Remember So As Not To Forget

It’s almost guaranteed that when a teacher or professor walks into a classroom of students and announces an upcoming exam, the response will be a general groan throughout the room. And why? Because the majority of students have come to associate the word “test” or “exam” with a stressful situation, in which a teacher asks you difficult questions you just can’t quite remember the answer to.

But the truth of the matter is that testing helps you to learn. And students should probably take the time to test themselves, or get friends and family to test them more often.

Studies on effective study methods have shown that people of all ages are able to recall information with greater ease if they have been previously tested on it. The basic hypothesis of these experiments is that the more brain juiceĀ  you use trying to remember something, in an exam, the less likely you are to forget it later on.

Seems silly, I know! Yet experiments carried out by Henry L. Roediger III, a cognitive psychologist at Washington University, showed that the exam results of students, who had been continually tested on certain course material, were generally higher than the test results of students, who used the universally known study techniques, such as re-reading course work, highlighting key points, etc.

So test yourself! Ask a family member or friend to quiz you, find past exams off the internet or ask for them directly from your teacher and see if you can figure them out in your study sessions. If only to give you a general idea of what sort of questions could possibly come up in the exam.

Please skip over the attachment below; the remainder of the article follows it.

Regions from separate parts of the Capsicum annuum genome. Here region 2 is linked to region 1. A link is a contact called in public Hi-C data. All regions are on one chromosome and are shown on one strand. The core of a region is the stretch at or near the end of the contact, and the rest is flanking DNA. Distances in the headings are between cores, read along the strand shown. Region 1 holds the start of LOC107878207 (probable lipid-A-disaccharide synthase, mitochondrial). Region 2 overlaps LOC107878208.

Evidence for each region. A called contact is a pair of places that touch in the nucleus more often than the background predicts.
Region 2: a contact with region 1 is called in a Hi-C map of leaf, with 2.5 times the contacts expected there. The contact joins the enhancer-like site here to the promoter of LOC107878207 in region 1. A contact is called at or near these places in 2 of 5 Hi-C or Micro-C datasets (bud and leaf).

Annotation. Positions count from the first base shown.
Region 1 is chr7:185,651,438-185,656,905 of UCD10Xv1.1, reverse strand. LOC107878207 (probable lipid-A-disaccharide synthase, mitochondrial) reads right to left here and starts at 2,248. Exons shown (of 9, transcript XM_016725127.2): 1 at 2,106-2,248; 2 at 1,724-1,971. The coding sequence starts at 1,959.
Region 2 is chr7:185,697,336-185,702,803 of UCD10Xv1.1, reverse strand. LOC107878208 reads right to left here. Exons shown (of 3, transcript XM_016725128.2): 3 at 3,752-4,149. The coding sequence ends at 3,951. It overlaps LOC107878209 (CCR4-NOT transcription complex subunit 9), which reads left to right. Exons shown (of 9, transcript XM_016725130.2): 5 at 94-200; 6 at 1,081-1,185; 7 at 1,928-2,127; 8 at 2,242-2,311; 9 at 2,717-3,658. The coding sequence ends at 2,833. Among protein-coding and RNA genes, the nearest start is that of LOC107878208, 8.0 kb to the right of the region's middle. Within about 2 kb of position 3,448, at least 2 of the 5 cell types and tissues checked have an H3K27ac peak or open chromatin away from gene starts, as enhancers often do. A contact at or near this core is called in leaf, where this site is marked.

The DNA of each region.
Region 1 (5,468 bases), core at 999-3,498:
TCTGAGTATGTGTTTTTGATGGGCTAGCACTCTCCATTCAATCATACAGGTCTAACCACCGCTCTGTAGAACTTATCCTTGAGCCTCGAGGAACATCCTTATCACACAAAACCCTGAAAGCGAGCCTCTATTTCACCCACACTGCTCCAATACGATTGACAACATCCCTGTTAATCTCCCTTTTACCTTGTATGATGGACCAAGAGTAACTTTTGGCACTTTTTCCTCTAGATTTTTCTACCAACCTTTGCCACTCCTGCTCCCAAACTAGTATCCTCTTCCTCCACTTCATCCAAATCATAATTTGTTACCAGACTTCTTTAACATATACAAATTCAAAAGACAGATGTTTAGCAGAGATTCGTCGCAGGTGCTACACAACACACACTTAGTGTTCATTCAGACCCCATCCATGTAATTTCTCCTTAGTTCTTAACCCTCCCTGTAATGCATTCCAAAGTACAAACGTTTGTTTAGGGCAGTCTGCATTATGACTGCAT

Even if you don’t agree that it’s an effective method for learning, you can’t deny that it makes good preparation, as you learn to manage your time efficiently during an exam and also to summarise key points in a clear explanation, so as not to waste time listing details that won’t get you any extra marks.

Personally, I’ve found that testing assures me that I can handle the exam that counts. I don’t agree that constant testing as a way of continually evaluating a student is necessarily a good idea, as the stress can be more harmful than the test is beneficial, but I see no harm in testing yourself in your study time. It can help you to use the information you’ve leant in the course and apply it to a practical type of question, it can serve as a repetition method to help secure the material learnt and, more than anything, when you grade your mock test and discover that you would have passed, it can give you the confidence you need to do well in the exam that counts.

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